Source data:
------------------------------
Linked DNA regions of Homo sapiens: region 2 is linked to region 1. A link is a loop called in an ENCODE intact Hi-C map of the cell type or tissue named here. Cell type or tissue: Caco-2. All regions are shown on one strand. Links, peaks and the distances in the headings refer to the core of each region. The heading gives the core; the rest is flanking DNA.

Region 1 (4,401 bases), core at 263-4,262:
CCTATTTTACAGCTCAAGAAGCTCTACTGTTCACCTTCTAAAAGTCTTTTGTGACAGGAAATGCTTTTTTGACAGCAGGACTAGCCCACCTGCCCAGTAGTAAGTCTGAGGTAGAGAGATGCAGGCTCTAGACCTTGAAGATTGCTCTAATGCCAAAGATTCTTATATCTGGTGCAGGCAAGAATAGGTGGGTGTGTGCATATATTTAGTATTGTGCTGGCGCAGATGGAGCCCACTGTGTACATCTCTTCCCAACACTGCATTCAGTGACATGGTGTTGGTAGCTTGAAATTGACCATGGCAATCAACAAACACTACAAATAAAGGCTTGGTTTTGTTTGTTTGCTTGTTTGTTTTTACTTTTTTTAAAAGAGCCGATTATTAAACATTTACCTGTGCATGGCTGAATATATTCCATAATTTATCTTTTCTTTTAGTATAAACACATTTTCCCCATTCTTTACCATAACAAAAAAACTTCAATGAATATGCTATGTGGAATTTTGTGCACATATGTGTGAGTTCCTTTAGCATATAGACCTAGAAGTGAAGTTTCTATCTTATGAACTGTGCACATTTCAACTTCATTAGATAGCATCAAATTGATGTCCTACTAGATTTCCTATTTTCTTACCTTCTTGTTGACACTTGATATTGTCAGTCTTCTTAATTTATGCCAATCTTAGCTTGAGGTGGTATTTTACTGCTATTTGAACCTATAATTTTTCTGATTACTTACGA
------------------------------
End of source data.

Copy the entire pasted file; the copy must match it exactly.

Linked DNA regions of Homo sapiens: region 2 is linked to region 1. A link is a loop called in an ENCODE intact Hi-C map of the cell type or tissue named here. Cell type or tissue: Caco-2. All regions are shown on one strand. Links, peaks and the distances in the headings refer to the core of each region. The heading gives the core; the rest is flanking DNA.

Region 1 (4,401 bases), core at 263-4,262:
CCTATTTTACAGCTCAAGAAGCTCTACTGTTCACCTTCTAAAAGTCTTTTGTGACAGGAAATGCTTTTTTGACAGCAGGACTAGCCCACCTGCCCAGTAGTAAGTCTGAGGTAGAGAGATGCAGGCTCTAGACCTTGAAGATTGCTCTAATGCCAAAGATTCTTATATCTGGTGCAGGCAAGAATAGGTGGGTGTGTGCATATATTTAGTATTGTGCTGGCGCAGATGGAGCCCACTGTGTACATCTCTTCCCAACACTGCATTCAGTGACATGGTGTTGGTAGCTTGAAATTGACCATGGCAATCAACAAACACTACAAATAAAGGCTTGGTTTTGTTTGTTTGCTTGTTTGTTTTTACTTTTTTTAAAAGAGCCGATTATTAAACATTTACCTGTGCATGGCTGAATATATTCCATAATTTATCTTTTCTTTTAGTATAAACACATTTTCCCCATTCTTTACCATAACAAAAAAACTTCAATGAATATGCTATGTGGAATTTTGTGCACATATGTGTGAGTTCCTTTAGCATATAGACCTAGAAGTGAAGTTTCTATCTTATGAACTGTGCACATTTCAACTTCATTAGATAGCATCAAATTGATGTCCTACTAGATTTCCTATTTTCTTACCTTCTTGTTGACACTTGATATTGTCAGTCTTCTTAATTTATGCCAATCTTAGCTTGAGGTGGTATTTTACTGCTATTTGAACCTATAATTTTTCTGATTACTTACGA